Nor is it about masculinity.  Marlantes seems to still have deep issues about masculinity and women in this book – as he feels women cannot really be ‘warriors’ in the same way as men. They instead are to nurture the warriors back to social health.  The ghost of Robert Bly weaves through this whole book.  

The first issue about war is whether a war is justified.  And that leads to all the rest. If you make the mistake here, the rest follows normally.  Marlantes makes this mistake serially.  The first issue about violence is when to apply it.  Defensive violence is justified.  Committing to your class is also justified.  Just as some people commit to the ruling classes’ government and its phony patriotism –committing to class war against this very same ruling class would mean the same thing.  That is what the NVA and the Viet Cong did, and they were right.  They actually were defending themselves.

The answer to war IS peace – but it is not through pacifism.  The road to peace is knowing why there are wars in the first place.  They are produced for the most part by differing economic interests, especially in a capitalist age.  The Bolsheviks understood this and took Russia out of the bloody disaster called World War I by overthrowing the war makers at home – bloodlessly, for the most part.  The Vietnamese have had peace for many years, but only after defeating the French, the U.S. and the Chinese.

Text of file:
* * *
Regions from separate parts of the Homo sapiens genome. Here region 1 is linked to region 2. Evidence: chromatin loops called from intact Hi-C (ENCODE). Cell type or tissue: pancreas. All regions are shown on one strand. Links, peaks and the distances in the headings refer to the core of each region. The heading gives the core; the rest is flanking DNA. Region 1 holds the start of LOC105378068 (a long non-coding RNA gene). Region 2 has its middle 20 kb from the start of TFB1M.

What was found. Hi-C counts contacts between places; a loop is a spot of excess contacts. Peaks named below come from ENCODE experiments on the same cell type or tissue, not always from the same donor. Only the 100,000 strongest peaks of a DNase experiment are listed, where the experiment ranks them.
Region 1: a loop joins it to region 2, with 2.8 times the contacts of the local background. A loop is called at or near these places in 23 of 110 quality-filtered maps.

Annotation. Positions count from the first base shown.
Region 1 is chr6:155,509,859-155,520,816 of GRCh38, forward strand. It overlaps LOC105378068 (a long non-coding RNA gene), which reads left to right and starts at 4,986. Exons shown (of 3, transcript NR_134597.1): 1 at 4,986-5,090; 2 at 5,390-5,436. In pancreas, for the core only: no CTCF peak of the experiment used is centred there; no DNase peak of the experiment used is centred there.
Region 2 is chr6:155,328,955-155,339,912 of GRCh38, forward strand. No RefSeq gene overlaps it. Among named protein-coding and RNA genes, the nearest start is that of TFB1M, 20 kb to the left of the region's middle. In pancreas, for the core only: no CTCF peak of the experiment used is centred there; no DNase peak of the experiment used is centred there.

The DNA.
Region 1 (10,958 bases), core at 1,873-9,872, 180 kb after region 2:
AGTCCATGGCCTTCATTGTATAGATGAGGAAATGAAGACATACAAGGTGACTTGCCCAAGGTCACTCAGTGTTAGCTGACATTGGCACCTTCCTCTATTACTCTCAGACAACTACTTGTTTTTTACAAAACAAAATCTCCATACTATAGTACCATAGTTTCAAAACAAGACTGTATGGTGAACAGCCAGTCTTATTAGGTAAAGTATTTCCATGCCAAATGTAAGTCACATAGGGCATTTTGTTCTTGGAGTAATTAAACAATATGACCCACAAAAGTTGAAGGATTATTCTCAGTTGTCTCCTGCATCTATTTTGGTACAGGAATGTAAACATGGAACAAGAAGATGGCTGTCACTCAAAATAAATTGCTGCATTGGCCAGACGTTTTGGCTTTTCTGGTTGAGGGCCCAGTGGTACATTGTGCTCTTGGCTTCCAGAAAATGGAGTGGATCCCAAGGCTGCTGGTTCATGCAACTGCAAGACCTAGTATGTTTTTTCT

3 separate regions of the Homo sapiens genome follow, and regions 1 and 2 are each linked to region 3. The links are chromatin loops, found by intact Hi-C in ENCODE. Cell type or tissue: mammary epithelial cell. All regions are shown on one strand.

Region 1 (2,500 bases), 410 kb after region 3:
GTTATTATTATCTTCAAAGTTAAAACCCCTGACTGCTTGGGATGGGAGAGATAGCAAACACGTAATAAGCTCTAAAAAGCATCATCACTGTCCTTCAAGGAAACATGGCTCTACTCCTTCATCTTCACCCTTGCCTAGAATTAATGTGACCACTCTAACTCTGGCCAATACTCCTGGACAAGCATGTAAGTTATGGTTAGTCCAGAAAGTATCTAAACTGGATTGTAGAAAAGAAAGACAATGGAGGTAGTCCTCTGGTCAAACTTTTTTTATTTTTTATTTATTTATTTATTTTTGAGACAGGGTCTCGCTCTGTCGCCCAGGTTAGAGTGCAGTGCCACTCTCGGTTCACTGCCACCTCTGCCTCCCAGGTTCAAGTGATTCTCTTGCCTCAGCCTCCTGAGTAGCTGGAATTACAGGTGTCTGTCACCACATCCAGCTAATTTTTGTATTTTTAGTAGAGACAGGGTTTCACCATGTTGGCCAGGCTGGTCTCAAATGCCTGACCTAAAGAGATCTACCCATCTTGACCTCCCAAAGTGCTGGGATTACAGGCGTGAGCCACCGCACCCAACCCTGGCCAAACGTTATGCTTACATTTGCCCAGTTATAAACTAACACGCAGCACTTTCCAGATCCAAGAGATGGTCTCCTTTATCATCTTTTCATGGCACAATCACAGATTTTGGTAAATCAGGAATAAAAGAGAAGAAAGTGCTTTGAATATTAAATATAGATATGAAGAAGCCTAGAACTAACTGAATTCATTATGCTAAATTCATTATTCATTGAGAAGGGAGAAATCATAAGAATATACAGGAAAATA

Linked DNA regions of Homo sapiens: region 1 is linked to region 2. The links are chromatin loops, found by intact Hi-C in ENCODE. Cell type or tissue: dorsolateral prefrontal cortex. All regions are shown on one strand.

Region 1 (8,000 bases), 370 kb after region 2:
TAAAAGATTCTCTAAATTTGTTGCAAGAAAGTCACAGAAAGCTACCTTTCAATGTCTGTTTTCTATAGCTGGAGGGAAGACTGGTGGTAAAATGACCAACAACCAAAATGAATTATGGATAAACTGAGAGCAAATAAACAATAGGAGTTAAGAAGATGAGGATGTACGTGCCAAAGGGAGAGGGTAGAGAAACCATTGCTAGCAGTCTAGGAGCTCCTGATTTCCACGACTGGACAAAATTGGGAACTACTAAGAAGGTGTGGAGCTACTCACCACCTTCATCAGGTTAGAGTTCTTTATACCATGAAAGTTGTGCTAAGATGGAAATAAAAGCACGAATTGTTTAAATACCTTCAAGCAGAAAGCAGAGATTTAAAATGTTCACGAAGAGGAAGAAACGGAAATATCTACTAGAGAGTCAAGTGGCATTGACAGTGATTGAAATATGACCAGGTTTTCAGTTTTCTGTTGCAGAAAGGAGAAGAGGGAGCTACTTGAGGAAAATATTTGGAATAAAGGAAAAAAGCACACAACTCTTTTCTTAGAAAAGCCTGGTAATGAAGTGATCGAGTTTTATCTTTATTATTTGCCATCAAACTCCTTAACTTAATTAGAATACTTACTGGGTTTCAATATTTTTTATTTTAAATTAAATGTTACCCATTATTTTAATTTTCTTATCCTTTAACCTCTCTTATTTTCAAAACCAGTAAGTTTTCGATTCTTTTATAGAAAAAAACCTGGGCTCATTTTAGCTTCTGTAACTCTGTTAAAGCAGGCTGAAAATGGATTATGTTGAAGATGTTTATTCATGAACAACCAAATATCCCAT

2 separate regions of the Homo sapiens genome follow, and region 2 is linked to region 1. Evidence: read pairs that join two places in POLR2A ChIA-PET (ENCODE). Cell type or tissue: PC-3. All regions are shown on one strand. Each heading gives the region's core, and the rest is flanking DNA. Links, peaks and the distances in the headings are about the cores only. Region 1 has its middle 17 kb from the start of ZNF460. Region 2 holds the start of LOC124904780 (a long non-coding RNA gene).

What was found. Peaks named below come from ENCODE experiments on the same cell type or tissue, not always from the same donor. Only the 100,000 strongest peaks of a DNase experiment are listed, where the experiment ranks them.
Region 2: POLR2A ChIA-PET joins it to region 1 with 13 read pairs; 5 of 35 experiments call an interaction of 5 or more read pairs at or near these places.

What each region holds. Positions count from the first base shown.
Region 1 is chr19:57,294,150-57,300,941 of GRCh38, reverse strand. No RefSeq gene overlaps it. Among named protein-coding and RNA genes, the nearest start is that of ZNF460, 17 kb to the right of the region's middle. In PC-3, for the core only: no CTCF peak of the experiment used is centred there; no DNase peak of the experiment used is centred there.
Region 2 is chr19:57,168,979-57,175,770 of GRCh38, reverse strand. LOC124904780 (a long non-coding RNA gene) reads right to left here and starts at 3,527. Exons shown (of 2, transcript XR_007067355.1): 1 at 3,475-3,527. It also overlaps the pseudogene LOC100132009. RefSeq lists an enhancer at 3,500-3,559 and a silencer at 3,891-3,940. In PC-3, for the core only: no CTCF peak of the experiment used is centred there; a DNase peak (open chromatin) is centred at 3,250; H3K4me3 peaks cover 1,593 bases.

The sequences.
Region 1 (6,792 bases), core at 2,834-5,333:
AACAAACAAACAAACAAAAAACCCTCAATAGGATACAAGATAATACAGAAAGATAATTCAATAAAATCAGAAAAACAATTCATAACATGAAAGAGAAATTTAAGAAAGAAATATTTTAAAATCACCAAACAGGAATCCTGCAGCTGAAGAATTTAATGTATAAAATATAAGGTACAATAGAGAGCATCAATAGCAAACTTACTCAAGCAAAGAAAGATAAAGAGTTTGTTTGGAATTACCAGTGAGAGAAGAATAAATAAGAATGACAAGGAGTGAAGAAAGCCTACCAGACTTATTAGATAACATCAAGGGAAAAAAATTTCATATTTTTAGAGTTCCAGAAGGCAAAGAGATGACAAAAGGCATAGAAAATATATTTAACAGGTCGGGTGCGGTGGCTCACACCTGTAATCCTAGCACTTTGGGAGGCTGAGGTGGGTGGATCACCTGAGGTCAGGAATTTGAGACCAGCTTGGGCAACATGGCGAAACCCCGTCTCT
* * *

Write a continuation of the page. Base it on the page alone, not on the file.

Our own war makers still ride high in the saddle in the U.S., supported enthusiastically by the leadership and a majority of both parties.  Their recent defeat on the issue of Syria marks a unique moment in an almost unbroken run of war-making.  Marlantes book will be used by the military – if they make any use of it, and that is problematic - to make their military less destructive to U.S. soldiers and make war a bit more humane for the enemy.  It is the sort of tweaking that liberal imperialists would like to give the machine – perhaps just as a cover. Though he derides the alienated killing of drone warfare, ultimately Marlantes peddles the fantasy that war can be had without so much PTSD and so much brutality on the field.  This kind of advice, by itself, actually makes another war more likely.  Is that enough for you?

Red Frog
October 7, 2013